Coming months after the spectacularly successful Call of Duty: Modern Warfare 2 (MW2), game development studio DICE’s Battlefield Bad Company 2 (henceforth Bad Company 2) may seem like a late arrival. But a mere 5 minutes with the game will convince you that it isn’t just a me-too joining the ranks of the “modern” shooter, but a compelling and solid game that betters MW2 in a number of interesting ways.
Shock and awe: Bad Company 2’s smoke and dust effects are stellar.
First brownie point goes to Bad Company 2 for its cheeky sense of humour. The game makes a number of underhand references to its big-budget cousin (at one point, one squad member remarks: “Snowmobiles are for sissies!”). The plot, while still full of chest-thumping American patriotism, is more coherent than MW2’s hopeless mess. A secret weapon from the murky depths of World War II returns in the modern world, with a Russian cabal racing to get hold of it. You play army grunt Preston Marlowe, a member of a four-member Special Forces team (called Bad Company) on assignment in South America. The script is tight and occasionally funny, and works well enough to keep the single player campaign going. 1-0 to Bad Company 2.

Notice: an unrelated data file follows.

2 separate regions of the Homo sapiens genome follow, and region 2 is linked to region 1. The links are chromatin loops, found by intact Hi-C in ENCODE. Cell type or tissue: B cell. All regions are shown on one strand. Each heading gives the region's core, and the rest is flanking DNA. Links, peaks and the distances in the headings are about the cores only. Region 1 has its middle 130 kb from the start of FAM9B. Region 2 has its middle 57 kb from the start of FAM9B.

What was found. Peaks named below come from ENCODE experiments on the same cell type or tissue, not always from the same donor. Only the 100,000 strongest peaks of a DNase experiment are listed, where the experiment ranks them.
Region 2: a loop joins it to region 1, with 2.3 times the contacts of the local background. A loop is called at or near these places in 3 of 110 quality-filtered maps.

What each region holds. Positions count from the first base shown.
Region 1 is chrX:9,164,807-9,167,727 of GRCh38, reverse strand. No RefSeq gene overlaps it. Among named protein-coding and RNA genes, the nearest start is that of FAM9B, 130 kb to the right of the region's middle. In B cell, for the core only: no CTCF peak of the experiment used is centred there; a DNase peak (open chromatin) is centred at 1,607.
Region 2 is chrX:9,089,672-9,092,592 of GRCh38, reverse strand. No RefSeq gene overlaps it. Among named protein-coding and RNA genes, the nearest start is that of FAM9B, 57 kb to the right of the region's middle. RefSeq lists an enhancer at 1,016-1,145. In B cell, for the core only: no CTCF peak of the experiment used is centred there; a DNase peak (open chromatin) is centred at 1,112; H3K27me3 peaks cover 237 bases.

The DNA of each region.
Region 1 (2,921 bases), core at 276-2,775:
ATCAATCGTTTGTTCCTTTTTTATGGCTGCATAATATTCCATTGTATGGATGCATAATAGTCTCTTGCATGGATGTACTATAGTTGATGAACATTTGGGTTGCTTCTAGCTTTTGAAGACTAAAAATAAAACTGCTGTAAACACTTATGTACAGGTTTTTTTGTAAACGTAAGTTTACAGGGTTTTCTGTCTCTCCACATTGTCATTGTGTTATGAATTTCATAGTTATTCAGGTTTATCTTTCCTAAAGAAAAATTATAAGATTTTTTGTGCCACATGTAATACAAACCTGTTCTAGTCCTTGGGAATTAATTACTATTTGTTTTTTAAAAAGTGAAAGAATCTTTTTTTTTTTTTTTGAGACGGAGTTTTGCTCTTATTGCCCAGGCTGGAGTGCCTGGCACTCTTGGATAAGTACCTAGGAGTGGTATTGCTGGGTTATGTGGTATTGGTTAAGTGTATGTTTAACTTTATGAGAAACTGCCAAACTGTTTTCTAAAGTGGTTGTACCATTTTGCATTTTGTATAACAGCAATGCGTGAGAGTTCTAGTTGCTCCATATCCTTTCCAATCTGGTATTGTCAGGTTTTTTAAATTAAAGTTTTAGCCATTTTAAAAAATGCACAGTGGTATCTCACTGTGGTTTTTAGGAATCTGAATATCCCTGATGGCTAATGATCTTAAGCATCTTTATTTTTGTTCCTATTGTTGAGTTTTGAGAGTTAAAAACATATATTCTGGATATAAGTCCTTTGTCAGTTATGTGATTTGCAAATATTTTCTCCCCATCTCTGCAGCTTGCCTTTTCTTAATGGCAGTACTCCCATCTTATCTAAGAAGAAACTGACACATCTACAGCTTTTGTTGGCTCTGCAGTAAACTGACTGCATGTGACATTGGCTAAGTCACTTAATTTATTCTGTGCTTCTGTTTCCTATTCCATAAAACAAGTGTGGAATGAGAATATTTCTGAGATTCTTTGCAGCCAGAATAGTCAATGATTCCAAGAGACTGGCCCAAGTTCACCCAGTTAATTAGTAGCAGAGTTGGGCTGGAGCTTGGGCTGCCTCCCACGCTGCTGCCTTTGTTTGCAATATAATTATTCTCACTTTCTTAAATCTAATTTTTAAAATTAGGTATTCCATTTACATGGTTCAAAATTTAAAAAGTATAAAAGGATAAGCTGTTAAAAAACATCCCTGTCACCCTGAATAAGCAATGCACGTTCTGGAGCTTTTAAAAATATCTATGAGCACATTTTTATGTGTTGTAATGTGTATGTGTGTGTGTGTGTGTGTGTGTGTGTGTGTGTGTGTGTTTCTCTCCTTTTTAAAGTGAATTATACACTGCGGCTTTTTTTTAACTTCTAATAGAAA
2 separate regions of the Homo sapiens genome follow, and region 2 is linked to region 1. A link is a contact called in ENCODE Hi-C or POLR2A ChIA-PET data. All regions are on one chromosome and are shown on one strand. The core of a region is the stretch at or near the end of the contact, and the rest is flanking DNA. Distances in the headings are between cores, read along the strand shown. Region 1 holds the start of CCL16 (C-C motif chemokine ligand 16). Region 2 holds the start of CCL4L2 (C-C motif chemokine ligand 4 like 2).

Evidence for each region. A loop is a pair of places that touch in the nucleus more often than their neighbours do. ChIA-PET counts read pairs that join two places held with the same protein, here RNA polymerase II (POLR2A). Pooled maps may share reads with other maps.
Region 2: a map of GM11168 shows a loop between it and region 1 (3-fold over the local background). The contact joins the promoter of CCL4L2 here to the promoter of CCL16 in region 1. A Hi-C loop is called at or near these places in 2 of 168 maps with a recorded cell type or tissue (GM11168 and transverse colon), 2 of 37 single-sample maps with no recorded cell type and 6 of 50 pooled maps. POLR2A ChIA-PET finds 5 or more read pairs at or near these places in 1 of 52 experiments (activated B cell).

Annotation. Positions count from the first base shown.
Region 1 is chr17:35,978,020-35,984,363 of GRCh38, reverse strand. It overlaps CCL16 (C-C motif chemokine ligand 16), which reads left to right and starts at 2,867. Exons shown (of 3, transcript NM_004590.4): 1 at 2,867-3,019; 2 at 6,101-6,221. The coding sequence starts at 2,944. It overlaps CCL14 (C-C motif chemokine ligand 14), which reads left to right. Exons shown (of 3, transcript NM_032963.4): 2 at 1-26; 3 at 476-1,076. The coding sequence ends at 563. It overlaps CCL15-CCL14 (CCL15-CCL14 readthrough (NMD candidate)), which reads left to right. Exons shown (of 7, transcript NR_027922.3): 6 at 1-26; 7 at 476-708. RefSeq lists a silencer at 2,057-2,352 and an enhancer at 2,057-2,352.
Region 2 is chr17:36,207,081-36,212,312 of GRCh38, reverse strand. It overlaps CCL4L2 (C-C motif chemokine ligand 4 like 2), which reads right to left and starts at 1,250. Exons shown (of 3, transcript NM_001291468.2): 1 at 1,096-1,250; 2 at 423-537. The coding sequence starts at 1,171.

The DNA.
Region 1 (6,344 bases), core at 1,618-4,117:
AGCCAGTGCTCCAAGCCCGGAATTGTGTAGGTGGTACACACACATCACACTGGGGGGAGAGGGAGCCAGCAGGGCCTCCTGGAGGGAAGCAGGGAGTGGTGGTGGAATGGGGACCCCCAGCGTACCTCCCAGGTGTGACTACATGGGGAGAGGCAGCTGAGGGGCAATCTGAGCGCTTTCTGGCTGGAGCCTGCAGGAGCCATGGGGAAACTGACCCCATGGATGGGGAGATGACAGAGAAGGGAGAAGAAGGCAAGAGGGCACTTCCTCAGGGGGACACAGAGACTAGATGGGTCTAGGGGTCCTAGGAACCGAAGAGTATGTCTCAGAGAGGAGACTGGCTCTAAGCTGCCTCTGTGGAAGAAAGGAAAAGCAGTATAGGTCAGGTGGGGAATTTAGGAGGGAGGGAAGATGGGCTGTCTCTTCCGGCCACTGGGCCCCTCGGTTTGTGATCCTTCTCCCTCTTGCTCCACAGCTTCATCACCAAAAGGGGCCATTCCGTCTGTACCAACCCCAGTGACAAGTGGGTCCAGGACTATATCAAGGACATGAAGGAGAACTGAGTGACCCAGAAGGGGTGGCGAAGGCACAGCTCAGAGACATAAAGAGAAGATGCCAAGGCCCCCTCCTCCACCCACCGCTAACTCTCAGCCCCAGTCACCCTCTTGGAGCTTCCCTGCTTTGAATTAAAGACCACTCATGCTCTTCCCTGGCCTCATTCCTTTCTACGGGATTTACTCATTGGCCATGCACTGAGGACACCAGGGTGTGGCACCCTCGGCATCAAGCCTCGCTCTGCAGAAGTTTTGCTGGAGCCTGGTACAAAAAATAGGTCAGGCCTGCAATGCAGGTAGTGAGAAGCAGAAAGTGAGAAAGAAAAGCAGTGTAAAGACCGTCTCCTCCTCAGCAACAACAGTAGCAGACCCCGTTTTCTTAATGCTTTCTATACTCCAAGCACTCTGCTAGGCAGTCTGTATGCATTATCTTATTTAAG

The visuals are fantastic, and the Frostbite engine that powers Bad Company 2 is stunning at rendering large, open grounds and cityscape vistas. Smoke and dust fly everywhere, and there’s a convincing destructibility to the environment that adds a dose of realism to the proceedings. One minute you’re hiding behind cover, and... “Boom!”—a well placed rocket-propelled grenade (RPG) hit reduces it to rubble. Houses, electricity fixtures, turrets—everything explodes and destructs satisfactorily. Bad Company 2, in a way, is the closest we’ve got till now in gaming to a Hollywood war film. There are epic explosions, shakiness and jitter, smoke dust and bullets—it’s a convincing simulation of war as seen on film (for a more gritty, disturbing image of war as it is in real life, Bohemia Interactive Studio’s ARMA II is highly recommended). Of course, MW2 has its share of incredible visuals, so we’ll call this one a draw and keep the score at 1-0.
Company of heroes: The game’s plot suffers from too much chest-thumping patriotism.
The audio and sound effects are top-notch. Witness the roar of your wimpy guns as you enter enclosed spaces, or the ominous foghorn siren of the plot’s main secret weapon. The music, while consisting of the usual Hollywood-esque combination of epic string sections and brassy fanfare, is never intrusive, and swells and ebbs with suitable dramatic flair. Remember that all this prettiness requires a powerful
computer, so make sure your system meets the game’s hefty system requirements.
The single player campaign, while solid enough on its own, isn’t the main draw of Bad Company 2. Multiplayer component of the game is the main draw, and it does not disappoint. A vast array of options, quick and easy ways to get connected and start playing, and a huge online community means Bad Company 2 will give you many, many hours of productive play time. That’s 2-0 to Bad Company 2. Go play this game.
Battlefield Bad Company 2 is available for the XBox360, Playstation 3 and PC platforms. The version reviewed here is the PC variant, priced at Rs999.